6 Things You Need To Know Today (June 7, 2018)
1. Apple wants to have its cake and eat it, too—at the expense of your phone addiction.
Apple recently announced a slew of new features at the company’s Apple Worldwide Developer Conference this week. While new features aim to create more of an on-screen, off-screen balance, some noted the cognitive dissonance on display as executives rallied for continued use of the same devices and new apps served to distract us even further. (Inc)
2. You may find value in taking your next hike solo.
By now, we know that spending time out in nature is good for us, but heading out solo might be even better. After years of research, the brains behind the popular Outward Bound program have conducted informal studies finding that spending time alone outside is therapeutic: It relieves stress, increases attention, and boosts creativity. (CityLab)
3. Can LEED actually help slow down climate change?
When the U.S. Green Building Council launched LEED 20 years ago in an effort to create buildings that were more environmentally friendly, people were optimistic. But now, experts in the field are questioning how much of an impact LEED is actually making. "The certification has become: Your building is doing a little less damage to the environment than everyone else’s," Bob Berkebile, an original champion of LEED, said. "But that means you’re still having a negative impact. I think that’s a failure." (City Lab)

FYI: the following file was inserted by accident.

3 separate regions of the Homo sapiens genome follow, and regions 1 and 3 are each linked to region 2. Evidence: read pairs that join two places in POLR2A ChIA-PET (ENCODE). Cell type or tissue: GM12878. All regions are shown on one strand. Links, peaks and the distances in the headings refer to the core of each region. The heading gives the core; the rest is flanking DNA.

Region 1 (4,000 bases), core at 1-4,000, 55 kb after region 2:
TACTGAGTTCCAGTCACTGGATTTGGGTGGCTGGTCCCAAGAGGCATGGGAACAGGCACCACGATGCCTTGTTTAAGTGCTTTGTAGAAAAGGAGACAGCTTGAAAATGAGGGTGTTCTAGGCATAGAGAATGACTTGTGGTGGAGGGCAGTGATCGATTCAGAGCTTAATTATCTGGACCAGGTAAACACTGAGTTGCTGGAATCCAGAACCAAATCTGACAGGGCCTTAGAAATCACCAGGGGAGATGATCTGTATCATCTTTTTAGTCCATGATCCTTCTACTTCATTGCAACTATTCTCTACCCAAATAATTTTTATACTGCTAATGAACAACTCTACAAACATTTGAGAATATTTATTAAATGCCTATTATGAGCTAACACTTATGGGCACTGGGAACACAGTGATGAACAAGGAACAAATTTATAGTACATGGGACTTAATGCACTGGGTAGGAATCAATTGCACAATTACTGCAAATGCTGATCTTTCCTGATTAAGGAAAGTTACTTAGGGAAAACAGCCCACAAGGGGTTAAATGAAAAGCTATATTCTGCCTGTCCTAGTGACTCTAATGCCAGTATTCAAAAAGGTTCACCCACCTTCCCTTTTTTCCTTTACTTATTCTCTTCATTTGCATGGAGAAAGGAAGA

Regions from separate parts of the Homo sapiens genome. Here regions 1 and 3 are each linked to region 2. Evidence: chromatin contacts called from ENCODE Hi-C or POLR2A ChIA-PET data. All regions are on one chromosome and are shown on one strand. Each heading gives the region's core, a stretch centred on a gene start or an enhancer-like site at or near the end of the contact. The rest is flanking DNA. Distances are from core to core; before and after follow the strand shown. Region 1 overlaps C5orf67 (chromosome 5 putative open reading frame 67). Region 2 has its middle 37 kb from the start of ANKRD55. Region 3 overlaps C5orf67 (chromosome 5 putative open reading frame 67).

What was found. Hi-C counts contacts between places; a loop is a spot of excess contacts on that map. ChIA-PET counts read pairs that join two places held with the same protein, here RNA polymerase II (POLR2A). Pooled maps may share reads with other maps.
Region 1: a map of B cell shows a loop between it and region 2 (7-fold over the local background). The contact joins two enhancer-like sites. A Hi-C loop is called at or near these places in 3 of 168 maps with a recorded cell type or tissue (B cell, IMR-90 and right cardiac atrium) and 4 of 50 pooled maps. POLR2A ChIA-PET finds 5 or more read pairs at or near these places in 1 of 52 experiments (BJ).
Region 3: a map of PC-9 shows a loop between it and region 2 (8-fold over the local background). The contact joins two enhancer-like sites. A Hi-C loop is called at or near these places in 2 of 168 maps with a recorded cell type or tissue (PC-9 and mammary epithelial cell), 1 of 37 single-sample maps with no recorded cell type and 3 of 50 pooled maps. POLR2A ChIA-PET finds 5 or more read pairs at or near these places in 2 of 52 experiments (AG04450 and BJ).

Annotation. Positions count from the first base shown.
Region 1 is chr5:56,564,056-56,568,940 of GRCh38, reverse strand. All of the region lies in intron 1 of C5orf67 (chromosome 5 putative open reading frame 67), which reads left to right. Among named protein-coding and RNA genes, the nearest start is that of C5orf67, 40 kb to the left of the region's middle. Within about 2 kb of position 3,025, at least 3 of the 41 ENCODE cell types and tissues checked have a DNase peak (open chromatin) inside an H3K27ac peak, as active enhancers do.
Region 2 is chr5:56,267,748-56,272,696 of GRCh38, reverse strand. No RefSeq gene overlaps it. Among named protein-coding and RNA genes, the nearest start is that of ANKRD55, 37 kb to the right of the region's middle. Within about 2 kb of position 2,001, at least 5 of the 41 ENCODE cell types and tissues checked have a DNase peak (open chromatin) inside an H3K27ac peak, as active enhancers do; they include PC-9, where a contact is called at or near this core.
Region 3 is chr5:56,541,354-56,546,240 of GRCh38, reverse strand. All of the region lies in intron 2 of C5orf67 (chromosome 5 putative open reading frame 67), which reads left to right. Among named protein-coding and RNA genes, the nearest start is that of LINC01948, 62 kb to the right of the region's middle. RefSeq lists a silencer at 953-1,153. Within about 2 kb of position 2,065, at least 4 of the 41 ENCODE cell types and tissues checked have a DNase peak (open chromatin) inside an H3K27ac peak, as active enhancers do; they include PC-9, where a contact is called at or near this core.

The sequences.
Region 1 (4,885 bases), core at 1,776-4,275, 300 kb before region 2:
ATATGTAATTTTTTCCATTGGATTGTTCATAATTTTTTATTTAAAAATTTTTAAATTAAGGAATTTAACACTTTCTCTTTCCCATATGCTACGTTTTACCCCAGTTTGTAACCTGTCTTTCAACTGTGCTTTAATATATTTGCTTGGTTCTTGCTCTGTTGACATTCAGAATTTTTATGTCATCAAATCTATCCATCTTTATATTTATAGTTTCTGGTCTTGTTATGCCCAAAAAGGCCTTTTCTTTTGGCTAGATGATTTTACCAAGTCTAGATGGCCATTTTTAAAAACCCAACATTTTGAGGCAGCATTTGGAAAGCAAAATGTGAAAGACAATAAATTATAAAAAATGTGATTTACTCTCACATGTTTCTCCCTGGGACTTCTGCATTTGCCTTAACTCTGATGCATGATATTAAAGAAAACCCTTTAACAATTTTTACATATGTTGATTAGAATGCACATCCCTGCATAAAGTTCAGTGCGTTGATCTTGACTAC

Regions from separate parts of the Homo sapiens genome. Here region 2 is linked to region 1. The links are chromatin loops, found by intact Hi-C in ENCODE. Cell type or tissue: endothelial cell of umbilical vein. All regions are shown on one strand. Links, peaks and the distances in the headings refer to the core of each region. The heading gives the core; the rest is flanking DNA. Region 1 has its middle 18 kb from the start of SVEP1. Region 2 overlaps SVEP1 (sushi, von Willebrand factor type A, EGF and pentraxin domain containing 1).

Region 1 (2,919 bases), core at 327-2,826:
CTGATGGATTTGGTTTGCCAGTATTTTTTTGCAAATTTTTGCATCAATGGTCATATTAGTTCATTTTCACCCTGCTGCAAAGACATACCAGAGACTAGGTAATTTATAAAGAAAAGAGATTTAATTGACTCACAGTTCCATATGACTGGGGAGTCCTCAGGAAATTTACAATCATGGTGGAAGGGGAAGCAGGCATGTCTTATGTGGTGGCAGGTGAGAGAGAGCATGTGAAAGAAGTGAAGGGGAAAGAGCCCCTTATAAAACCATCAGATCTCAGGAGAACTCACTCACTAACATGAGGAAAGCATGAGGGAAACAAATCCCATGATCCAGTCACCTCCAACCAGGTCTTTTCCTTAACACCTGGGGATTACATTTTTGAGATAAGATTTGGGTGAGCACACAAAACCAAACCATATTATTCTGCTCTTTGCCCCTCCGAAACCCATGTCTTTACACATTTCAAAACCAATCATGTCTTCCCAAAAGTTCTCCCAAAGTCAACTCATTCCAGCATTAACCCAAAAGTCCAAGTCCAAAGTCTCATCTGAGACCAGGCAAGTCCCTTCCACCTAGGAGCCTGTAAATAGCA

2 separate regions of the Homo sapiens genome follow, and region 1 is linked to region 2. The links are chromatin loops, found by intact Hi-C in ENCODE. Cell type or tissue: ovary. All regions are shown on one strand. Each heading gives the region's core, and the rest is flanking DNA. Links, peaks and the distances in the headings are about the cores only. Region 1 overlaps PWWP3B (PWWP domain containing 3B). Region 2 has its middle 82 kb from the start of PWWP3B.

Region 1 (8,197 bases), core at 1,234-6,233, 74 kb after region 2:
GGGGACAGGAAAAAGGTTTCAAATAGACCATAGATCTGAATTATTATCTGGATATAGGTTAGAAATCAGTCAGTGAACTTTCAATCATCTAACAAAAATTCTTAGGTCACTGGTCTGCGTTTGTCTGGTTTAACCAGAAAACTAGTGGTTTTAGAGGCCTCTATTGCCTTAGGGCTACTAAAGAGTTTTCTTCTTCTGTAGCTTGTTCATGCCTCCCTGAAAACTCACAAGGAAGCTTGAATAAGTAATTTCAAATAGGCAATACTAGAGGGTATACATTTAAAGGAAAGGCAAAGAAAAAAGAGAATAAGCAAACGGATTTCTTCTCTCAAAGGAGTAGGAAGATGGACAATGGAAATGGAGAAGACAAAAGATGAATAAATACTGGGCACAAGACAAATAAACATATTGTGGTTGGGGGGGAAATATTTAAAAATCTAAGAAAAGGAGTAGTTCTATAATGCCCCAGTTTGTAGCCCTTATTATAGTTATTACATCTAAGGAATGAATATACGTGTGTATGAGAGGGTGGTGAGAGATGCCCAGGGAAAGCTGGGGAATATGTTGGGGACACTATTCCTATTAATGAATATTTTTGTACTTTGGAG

4. North Face is getting serious about sustainability.
Did you know that 85 percent of all textiles end up in a landfill? Luckily, many companies are trying to make their business model more circular, and North Face is one of them. They just launched a new pilot collection that features products that have been cleaned, repaired, and then sold at a discount. (Fast Company)
5. The Army knows exactly how much caffeine you should be consuming.
A researcher for the U.S. Army has put together a dosing structure for caffeine, based on desired effects. The algorithm can design caffeine consumption schedules that achieve similar results with 65 percent less of the substance or enhance performance by up to 64 percent with comparable amounts. While his findings haven't yet been made public, it'll be a game changer for not just the military but for shift workers and many, many other people. (Quartz)
6. Garnier is going "cradle to cradle," and it could mean big things for skin care.
This certification program recognizes products that are made in a more environmentally responsible way (think: they were made with less water in a facility that runs on renewable energy). Garnier is the first large-scale skin care company to receive the certification, the company announced during this year's Sustainable Brands conference. (PR Newswire)